Sunday, 2 November 2014

The girl in the corner

I was never the quiet girl in the corner of the room, but I am now. If you were to invite me to a social gathering (pre-illness) I'd have been there like a shot, with a drink in my hand (usually because I was such a slow drinker it took me all night to drink it!) having a dance or a good old gab and a giggle. I especially loved an impromptu night out, or one that started at lunchtime and unexpectedly carried on until the early hours. And if it involved dancing to cheesy music then even better!

But now things are very different. I cannot remember the last time I made it to a bar or club. I only make it out of the house about once a week, usually to medical appointments or short trips with friends, and I always have to have someone with me. When I do make it out to social events, I am either in my wheelchair or plonked in a chair, often in the corner. Sometimes by the time I get there I am too tired to talk very much, and I find making conversation with strangers very draining. 

You'd be surprised how exhausting it is to form facial expressions too- when I'm really tired I can't make a lot of facial expressions and end up looking 'glaikit'... a good Scots word for looking vacant. I often tell my family 'I'm not sad, I just don't have enough energy for facial expressions right now'. 

Then there is the problem of the music. I love music, I really do. I have always listened to music, played instruments and danced around the kitchen but I can only listen to fairly calm music now and only at a very low volume. If there's music playing I just don't have the energy to speak over the top of it, and if I manage to it sometimes makes my throat scratchy and sore (and recently has given me chest pains like a chest infection).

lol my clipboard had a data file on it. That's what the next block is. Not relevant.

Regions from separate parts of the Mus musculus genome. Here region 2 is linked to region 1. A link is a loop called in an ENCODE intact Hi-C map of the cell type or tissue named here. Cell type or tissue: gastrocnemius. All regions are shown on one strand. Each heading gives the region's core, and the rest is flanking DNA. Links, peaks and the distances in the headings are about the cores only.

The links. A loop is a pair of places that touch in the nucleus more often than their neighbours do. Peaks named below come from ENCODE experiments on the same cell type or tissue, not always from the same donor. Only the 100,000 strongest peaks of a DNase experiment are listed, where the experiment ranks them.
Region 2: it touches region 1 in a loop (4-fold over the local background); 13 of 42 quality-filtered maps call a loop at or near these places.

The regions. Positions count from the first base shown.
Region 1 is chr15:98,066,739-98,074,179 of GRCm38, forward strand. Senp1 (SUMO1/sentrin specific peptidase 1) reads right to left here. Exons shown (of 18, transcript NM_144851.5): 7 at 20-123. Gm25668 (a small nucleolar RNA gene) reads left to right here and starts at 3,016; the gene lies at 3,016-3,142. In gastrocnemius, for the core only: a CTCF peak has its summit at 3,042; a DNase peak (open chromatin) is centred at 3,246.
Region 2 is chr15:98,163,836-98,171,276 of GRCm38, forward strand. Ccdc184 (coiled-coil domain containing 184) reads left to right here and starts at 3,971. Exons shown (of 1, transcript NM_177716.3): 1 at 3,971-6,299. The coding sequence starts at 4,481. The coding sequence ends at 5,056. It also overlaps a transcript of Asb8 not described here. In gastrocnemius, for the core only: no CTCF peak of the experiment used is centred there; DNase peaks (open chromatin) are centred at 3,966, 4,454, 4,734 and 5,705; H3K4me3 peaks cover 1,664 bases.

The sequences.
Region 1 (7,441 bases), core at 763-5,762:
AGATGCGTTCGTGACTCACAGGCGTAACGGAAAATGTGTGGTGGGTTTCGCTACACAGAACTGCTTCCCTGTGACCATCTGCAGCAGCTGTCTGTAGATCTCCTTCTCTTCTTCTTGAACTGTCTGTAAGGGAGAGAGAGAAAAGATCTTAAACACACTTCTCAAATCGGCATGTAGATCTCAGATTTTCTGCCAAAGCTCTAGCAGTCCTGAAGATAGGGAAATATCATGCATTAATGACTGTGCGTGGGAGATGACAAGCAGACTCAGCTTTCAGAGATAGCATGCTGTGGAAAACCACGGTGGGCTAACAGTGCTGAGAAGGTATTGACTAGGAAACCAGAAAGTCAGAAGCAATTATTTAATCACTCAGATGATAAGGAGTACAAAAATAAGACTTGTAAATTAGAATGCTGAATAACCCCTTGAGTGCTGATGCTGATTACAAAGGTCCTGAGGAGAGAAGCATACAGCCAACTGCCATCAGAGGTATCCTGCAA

And I am very sensitive to light. People think my sensitivity to light and loud noises is a dislike thing, or some sort of grumpiness. But being exposed to bright light and noise can cause real and painful physical sensations in my body which are nothing to do with preferences. 

My friends are brilliant with all of this, but I often wonder what people who didn't know me 'Pre-M.E' must think of me. Do they think I'm quiet and shy? Or fussy? A diva? Or just plain weird? Am I the girl in the corner?

I'm still the same girl that I always was.... I just have many new limitations now. I suppose you should never judge a book by it's cover. 

1 comment:

  1. Yep - this is me too!

    I find it very distressing to come across as grumpy, anti-social, fussy, a diva when I'm not!!
    I cannot remember the last time I went out for a good night out.
    Ooo - I loved impromptu socialising - miss spontaneity
    Your last sentence - I suppose you should never judge a book by its cover - this illness has certainly exposed my presumptive thinking.
    Lots of love as always. xxx